A proposed ban on using a cellphone on a bike drew a rebuke from a Brooklyn councilman for its focus on “an issue that doesn’t even exist,” instead of motor vehicles.
Councilman Antonio Reynoso, of Bushwick, on Wednesday ripped into a committee hearing on bike safety and a bill to hit riders with a $50 fine for pedaling while on the phone.
Transportation officials testified that there was no instance of cellphone use being a factor in rare cases of a bicyclist killing a pedestrian.
“We’re here talking about improving safety when the real problem and the real concern are extremely dangerous vehicles that we have in our streets that are causing deaths,” Reynoso said.
“The problems are not pedestrians, they’re not bicyclists, they are vehicles and I just think we are fooling ourselves with these pieces of legislation,” he added.
The bill being debated was introduced by Councilman Mark Treyger, of Bensonhurst, who had introduced the bill in November after seeing a bicyclist whiz by his office while using a phone.
“I don’t need a large comprehensive study to know this issue exists and is dangerous,” Treyger said in a statement responding to the criticism. “This is a common-sense piece of legislation that should have the support of everyone who is working towards improving safety on our streets for all New Yorkers.”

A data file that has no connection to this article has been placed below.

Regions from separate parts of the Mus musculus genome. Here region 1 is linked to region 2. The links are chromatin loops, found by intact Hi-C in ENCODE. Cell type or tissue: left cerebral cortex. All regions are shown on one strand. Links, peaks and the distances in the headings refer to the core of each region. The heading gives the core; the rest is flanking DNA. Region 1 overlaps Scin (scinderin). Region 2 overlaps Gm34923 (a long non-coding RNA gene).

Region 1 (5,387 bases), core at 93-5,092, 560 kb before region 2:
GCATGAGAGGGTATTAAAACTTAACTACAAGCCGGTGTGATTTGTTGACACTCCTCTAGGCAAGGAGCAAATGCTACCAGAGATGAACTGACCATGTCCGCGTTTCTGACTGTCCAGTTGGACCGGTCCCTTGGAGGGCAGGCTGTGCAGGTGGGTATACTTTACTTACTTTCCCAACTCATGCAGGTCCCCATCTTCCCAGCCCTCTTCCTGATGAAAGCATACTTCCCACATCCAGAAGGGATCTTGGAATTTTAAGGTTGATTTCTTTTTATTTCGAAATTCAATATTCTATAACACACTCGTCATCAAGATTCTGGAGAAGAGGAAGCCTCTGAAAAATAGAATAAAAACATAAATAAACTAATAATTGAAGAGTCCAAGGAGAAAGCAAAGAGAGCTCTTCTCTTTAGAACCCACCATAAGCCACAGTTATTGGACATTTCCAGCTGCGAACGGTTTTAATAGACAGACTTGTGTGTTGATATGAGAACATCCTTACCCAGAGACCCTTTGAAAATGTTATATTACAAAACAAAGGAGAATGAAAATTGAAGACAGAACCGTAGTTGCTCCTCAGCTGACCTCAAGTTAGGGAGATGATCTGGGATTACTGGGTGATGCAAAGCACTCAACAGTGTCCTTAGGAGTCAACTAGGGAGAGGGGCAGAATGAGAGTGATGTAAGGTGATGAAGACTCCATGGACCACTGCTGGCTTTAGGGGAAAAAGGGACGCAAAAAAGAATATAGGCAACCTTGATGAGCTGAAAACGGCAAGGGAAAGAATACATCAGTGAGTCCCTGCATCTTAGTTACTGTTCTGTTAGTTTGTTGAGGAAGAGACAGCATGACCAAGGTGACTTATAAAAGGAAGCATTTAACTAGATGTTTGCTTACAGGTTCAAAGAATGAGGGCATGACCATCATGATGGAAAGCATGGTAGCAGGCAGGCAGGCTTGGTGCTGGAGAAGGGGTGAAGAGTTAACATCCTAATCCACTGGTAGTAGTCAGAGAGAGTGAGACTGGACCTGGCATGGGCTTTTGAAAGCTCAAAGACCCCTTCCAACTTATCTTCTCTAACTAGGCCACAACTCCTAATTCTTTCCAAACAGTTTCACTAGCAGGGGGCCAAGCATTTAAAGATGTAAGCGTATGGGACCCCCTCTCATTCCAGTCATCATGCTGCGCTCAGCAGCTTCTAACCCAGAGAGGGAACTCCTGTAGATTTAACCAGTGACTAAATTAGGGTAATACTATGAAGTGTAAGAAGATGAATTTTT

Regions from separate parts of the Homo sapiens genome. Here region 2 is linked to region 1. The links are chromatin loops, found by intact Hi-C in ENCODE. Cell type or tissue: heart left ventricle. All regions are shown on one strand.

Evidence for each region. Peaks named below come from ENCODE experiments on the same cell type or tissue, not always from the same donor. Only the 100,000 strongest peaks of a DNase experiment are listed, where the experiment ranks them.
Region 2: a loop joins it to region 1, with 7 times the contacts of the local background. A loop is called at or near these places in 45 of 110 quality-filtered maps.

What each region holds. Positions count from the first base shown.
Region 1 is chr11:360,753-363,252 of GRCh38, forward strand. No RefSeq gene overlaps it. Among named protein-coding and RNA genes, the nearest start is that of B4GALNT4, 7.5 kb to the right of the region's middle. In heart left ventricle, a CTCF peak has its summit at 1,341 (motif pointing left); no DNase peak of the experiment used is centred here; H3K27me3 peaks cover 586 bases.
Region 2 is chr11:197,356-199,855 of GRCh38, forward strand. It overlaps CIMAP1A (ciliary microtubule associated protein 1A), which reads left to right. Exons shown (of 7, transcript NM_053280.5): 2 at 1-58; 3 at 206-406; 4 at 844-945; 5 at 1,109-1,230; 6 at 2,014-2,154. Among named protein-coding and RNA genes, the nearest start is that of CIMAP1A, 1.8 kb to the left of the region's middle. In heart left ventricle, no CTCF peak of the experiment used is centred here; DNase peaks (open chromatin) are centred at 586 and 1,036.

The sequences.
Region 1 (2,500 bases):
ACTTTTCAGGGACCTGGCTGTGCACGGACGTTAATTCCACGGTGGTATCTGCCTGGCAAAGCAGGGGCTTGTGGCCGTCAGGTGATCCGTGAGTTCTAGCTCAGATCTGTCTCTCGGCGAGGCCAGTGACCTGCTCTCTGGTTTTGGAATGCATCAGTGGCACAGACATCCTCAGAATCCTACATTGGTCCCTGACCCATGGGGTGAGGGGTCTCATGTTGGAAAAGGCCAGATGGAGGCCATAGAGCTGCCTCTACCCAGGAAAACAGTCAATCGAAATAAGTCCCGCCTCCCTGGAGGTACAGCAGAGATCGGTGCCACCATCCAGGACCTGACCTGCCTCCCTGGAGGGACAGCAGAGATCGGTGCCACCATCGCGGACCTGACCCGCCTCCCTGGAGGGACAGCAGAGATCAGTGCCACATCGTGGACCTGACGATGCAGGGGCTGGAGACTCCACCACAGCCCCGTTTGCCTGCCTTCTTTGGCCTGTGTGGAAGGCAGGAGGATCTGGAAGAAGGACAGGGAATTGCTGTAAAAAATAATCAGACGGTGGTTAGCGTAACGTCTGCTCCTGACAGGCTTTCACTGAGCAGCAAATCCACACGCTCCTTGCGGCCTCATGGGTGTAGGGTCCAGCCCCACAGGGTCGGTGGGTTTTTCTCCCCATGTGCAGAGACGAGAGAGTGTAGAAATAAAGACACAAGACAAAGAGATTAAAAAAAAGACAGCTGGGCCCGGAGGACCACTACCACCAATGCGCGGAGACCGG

Officials with DOT and Transportation Alternatives, a safe streets group, testified that safety efforts should be directed at drivers, who are still the biggest cause of death and injury on the road.
Educating motorists “would go much further in making our streets safer,” said Joshua Benson, a DOT assistant commissioner.
Paul Steely White, executive director of Transportation Alternatives, stressed that there are more important issues to tackle than legislating against distracted bicycling.
“There’s no evidence that texting cyclists even rank, at all, as a problem worthy of our limited resources,” he said.?